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Public Colleges Expected to Feel Tuition Pressure

November 10, 2017

Private colleges and universities are expected to grow tuition revenue faster than public institutions in 2018, breaking from recent trends, according to an annual survey of colleges rated by Moody’s Investors Service.

Median net tuition revenue growth at surveyed private universities is expected to notch 2.4 percent. Median net tuition growth at public universities is only expected to come in at 2 percent.

The projected growth is still relatively low, Moody’s noted. Universities face a competitive environment and slow growth in total enrollment, constraining their power to raise tuition.

Private universities are expected to see their highest net tuition growth since the 2014 fiscal year, when it was 2.9 percent. They are being boosted by overall enrollment stability and a median annual sticker price increase of 3.7 percent. Still, tuition discounting is continuing to grow, offsetting that sticker price increase when net tuition revenue is calculated. Differences also emerge based on institutional location and size. Comprehensive private universities are expected to do much better than small institutions.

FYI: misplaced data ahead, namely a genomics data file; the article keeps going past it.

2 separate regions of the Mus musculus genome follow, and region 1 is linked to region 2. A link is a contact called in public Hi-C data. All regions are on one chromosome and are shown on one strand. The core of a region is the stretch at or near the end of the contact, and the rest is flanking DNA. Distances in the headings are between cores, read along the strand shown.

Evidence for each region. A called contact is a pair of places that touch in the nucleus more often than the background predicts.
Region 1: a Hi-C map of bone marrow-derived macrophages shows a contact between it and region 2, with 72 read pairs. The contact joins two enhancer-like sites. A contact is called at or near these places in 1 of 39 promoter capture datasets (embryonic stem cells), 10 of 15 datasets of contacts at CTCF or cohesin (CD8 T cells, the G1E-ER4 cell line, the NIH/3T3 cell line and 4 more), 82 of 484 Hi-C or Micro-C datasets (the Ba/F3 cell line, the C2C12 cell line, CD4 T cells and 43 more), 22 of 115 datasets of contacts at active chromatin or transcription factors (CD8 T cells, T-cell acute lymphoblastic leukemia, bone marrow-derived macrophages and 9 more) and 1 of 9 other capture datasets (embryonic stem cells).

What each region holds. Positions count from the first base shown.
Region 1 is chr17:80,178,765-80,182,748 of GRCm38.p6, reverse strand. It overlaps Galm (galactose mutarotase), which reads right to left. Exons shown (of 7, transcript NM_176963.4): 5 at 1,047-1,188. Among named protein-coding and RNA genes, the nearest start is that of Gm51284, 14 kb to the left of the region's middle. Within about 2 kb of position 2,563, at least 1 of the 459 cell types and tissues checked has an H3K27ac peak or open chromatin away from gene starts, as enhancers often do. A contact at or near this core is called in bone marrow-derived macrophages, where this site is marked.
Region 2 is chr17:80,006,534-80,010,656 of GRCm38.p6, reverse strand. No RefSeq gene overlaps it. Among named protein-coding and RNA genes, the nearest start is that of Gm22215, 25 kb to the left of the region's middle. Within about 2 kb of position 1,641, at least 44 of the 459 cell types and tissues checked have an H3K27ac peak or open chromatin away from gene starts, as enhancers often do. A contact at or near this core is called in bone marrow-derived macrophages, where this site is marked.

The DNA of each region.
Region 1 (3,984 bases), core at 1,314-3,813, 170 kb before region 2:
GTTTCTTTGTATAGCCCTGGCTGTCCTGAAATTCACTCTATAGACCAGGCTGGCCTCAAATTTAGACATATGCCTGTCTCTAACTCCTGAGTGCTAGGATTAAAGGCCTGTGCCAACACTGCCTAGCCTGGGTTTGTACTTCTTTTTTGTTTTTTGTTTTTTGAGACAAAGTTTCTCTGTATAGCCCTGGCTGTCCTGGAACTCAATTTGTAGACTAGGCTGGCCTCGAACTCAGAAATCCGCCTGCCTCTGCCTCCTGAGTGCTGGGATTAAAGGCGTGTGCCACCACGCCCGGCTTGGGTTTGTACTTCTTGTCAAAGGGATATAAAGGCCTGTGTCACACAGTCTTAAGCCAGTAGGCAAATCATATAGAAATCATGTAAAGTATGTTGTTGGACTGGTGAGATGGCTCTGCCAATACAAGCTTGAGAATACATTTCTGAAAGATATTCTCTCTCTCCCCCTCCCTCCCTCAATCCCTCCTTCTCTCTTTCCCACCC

Public universities are facing median tuition growth that has consistently slipped since 2015. High competition for students, political constraints on raising tuition and an affordability focus are behind the slow growth. Small public universities are feeling the most pressure.

Exhibit 1. Private universities’ aggregate net tuition revenue growth is projected to be higher than public universities’ growth in fiscal 2018, bucking historical trends. Line graph shows change in aggregate net tuition revenue at private and public universities from 2006 to (projected) 2018. Public begins around 9 percent, rising to near 15 percent in 2011 before dropping to just over 2 percent in 2017. Private begins just under 8 percent, rises above 8 percent in 2009, drops to 4 percent in 2010, rises above 6 percent in 2011 before steadily declining to about 2 percent in 2017.


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